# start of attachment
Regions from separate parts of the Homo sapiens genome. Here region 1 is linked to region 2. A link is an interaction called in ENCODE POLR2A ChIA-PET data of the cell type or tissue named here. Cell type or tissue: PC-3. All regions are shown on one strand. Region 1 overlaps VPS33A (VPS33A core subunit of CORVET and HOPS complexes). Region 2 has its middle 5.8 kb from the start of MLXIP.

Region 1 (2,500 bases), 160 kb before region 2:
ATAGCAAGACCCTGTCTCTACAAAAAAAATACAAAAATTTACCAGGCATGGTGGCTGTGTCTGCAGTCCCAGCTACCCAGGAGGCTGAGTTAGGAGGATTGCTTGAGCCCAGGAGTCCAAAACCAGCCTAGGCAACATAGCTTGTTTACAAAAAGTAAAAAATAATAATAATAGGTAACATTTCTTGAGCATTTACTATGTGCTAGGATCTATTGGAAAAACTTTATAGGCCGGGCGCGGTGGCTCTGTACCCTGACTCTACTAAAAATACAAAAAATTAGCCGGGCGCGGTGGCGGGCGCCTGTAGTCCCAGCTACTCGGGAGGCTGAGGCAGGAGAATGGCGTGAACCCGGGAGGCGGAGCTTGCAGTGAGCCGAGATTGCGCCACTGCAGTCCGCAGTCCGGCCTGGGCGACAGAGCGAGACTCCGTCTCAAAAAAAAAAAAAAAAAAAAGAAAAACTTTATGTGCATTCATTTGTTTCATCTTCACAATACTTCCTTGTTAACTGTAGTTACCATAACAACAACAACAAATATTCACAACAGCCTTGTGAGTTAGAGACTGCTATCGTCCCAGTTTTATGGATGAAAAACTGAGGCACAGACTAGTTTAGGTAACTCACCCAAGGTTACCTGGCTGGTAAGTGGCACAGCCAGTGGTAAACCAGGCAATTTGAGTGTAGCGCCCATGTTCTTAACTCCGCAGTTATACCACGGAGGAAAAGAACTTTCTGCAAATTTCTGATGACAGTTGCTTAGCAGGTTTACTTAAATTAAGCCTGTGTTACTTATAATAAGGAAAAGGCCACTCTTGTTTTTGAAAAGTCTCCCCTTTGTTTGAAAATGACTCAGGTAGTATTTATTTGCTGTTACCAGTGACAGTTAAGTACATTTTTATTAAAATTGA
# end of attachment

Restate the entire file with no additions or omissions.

Regions from separate parts of the Homo sapiens genome. Here region 1 is linked to region 2. A link is an interaction called in ENCODE POLR2A ChIA-PET data of the cell type or tissue named here. Cell type or tissue: PC-3. All regions are shown on one strand. Region 1 overlaps VPS33A (VPS33A core subunit of CORVET and HOPS complexes). Region 2 has its middle 5.8 kb from the start of MLXIP.

Region 1 (2,500 bases), 160 kb before region 2:
ATAGCAAGACCCTGTCTCTACAAAAAAAATACAAAAATTTACCAGGCATGGTGGCTGTGTCTGCAGTCCCAGCTACCCAGGAGGCTGAGTTAGGAGGATTGCTTGAGCCCAGGAGTCCAAAACCAGCCTAGGCAACATAGCTTGTTTACAAAAAGTAAAAAATAATAATAATAGGTAACATTTCTTGAGCATTTACTATGTGCTAGGATCTATTGGAAAAACTTTATAGGCCGGGCGCGGTGGCTCTGTACCCTGACTCTACTAAAAATACAAAAAATTAGCCGGGCGCGGTGGCGGGCGCCTGTAGTCCCAGCTACTCGGGAGGCTGAGGCAGGAGAATGGCGTGAACCCGGGAGGCGGAGCTTGCAGTGAGCCGAGATTGCGCCACTGCAGTCCGCAGTCCGGCCTGGGCGACAGAGCGAGACTCCGTCTCAAAAAAAAAAAAAAAAAAAAGAAAAACTTTATGTGCATTCATTTGTTTCATCTTCACAATACTTCCTTGTTAACTGTAGTTACCATAACAACAACAACAAATATTCACAACAGCCTTGTGAGTTAGAGACTGCTATCGTCCCAGTTTTATGGATGAAAAACTGAGGCACAGACTAGTTTAGGTAACTCACCCAAGGTTACCTGGCTGGTAAGTGGCACAGCCAGTGGTAAACCAGGCAATTTGAGTGTAGCGCCCATGTTCTTAACTCCGCAGTTATACCACGGAGGAAAAGAACTTTCTGCAAATTTCTGATGACAGTTGCTTAGCAGGTTTACTTAAATTAAGCCTGTGTTACTTATAATAAGGAAAAGGCCACTCTTGTTTTTGAAAAGTCTCCCCTTTGTTTGAAAATGACTCAGGTAGTATTTATTTGCTGTTACCAGTGACAGTTAAGTACATTTTTATTAAAATTGA